b. 29 Nov. 1871, at 16 Alexandra Drive, Liverpool, the third child of William Sproston Caine (DNB, 1901-50), and his wife Alice, the daughter of Hugh Stowell Brown, minister at the Myrtle Street Baptist church, Liverpool. When her father was elected M.P. for Scarborough, the family moved to London where she studied at Clapham Secondary School for Girls before entering Newnham College, Cambridge. She completed a degree course at Cambridge but, as the university did not award degrees to women, she received an M.A. from the University of Dublin. She worked for a few years, after she graduated, at the Caine Mission Hall in Vauxhall where she took an interest in temperance and in working with young women. She m. John Herbert Lewis in 1897 at Clapham; Thomas Gee officiated at the wedding. The married couple lived at Penucha Mansion, Caerwys, and at 23 Grosvenor Rd., London. A daughter, Kitty, was born in 1898 and a son, Mostyn, in 1901. She had attained a thorough knowledge of Welsh and the children were fluent in Welsh. The family were regular worshippers at Welsh chapels in Caerwys and in London. Ruth Lewis identified herself with Welsh life; she involved herself in public life and took a particular interest in her husband's work. She possessed a gift for public speaking which proved a great strength for a number of causes. She was frequently asked to address public meetings, especially at temperance meetings sponsored by Undeb Dirwestol Merched Gogledd Cymru (the North Wales Women's Temperance Union). She was generous both in her welcome and in her assistance, both at her home and at the Charing Cross Calvinistic Methodist chapel, to young Welsh women who came to work in London.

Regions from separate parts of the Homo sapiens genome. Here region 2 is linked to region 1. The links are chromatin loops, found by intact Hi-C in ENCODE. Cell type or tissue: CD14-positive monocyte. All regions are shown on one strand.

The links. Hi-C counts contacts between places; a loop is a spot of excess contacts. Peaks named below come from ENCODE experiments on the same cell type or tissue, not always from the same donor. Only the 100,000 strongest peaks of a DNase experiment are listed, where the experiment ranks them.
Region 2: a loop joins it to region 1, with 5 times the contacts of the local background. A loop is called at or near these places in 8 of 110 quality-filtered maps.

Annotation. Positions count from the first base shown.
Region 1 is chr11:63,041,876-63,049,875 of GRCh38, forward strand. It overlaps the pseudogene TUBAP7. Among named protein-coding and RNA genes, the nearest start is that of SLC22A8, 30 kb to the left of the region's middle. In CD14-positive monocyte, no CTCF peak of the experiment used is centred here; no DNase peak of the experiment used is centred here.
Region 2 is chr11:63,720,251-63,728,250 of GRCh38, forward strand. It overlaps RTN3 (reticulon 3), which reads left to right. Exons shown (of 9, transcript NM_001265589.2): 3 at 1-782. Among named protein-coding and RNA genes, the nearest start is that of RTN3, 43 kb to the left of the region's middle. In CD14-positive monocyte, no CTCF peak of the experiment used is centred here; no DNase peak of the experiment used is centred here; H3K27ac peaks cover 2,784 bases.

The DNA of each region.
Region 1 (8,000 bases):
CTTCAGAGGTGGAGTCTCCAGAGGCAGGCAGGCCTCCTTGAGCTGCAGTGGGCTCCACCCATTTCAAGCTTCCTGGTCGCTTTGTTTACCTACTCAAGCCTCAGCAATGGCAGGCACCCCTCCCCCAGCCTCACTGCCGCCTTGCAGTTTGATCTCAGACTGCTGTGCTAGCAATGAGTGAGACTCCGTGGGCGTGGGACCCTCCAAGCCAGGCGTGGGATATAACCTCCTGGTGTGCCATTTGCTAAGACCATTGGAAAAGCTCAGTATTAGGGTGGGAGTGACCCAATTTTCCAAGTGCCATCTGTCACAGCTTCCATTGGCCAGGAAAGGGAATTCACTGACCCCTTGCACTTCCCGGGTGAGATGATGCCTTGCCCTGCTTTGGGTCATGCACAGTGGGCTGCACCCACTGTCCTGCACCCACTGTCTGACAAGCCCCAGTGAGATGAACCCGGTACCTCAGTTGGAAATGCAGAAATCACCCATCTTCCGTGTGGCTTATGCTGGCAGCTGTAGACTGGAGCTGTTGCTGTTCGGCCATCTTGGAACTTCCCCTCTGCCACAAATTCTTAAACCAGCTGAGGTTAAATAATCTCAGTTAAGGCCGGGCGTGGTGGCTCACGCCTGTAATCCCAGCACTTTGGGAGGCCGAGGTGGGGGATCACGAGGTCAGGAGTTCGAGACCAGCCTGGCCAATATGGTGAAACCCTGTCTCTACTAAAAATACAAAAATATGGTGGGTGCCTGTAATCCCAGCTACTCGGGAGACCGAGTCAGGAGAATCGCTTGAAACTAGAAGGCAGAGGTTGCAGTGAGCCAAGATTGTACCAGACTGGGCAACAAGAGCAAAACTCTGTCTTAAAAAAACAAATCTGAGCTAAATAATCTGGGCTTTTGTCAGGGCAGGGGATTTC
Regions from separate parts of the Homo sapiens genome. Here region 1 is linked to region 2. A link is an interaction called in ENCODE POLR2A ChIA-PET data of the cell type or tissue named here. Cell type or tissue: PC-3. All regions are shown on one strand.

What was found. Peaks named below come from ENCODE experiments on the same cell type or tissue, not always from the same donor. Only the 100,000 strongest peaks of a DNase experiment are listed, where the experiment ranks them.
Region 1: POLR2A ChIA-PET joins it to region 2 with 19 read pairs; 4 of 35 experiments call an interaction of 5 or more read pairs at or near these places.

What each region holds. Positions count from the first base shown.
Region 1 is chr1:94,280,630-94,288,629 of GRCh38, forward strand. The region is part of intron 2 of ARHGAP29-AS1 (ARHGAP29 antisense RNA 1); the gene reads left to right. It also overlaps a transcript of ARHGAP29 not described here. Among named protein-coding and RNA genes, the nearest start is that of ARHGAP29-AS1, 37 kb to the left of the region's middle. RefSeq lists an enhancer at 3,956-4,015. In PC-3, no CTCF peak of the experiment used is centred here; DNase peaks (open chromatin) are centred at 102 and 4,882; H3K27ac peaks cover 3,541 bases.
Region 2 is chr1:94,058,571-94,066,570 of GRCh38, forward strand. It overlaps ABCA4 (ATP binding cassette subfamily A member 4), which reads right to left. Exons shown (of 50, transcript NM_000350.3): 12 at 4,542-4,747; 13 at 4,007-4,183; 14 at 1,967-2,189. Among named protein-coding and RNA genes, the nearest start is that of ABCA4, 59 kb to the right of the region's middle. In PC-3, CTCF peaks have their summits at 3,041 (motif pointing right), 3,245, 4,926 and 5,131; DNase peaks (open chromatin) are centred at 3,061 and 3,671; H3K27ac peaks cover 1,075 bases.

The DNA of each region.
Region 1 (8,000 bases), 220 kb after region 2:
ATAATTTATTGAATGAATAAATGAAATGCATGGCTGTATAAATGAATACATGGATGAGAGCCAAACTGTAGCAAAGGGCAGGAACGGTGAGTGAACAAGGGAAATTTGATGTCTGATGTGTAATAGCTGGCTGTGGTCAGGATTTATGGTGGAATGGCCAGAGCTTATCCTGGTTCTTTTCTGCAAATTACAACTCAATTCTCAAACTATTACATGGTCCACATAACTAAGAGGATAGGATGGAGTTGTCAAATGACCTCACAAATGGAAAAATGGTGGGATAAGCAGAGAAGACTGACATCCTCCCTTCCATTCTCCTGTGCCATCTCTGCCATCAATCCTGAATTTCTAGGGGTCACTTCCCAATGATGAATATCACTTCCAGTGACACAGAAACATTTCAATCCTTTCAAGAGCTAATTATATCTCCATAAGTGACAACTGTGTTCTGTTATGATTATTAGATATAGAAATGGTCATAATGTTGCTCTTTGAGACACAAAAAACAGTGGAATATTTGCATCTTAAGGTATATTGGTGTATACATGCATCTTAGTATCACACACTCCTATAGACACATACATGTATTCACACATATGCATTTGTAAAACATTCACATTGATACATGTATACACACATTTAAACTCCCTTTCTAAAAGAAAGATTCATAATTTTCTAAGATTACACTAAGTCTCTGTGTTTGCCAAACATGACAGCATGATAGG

During World War I, Ruth Lewis ran a canteen for soldiers in the borough of Westminster. This canteen was the first to stay open throughout the night in order to provide for soldiers arriving at Victoria Station. For this service, she was appointed O.B.E. She was appointed a J.P. in the borough and she became the first woman to sit on the Flintshire Commission of Peace; she appeared often on the Caerwys bench.
Because of her great interest in music, she was among the founding members of the Welsh Folk Song Society in 1906. At the beginning of the twentieth century, Ruth Lewis, Dr. Mary Davies and Mrs. R. Gwyneddon Davies, with the use of a phonograph, preserved many folk songs which were about to vanish from folk memory. She contribued on several occasions to the Society's journal. In 1927, she was responsible for revising the Society's constitution and she was elected president in 1930. At her own expense, she published a collection of Flintshire folk songs. She was elected a member of the Gorsedd of Bards. She was industrious in the Presbyterian Church of Wales, both in north Wales and in London. In recognition of their outstanding contributions to the life of the Church, an illuminated address was presented to Ruth Lewis and her husband in 1923. In the same year, they both spent nine months working as missionaries in Lushai where their daughter was a missionary.
After the death of her husband in 1933, Ruth Lewis was elected a member of Flintshire County Council for the Ysgeifiog and Caerwys districts. She was also a member of the courts of the university colleges in Bangor and Aberystwyth and of the courts and councils of the National Museum and the National Library. She took a great interest in Flintshire County Library and in the Women's Institute and she served as president of the Caerwys branch of the Institute and of the nursing society there. She d. 26 Aug. 1946 and was buried in the graveyard at Ddôl on 29 Aug.
Published date: 2001
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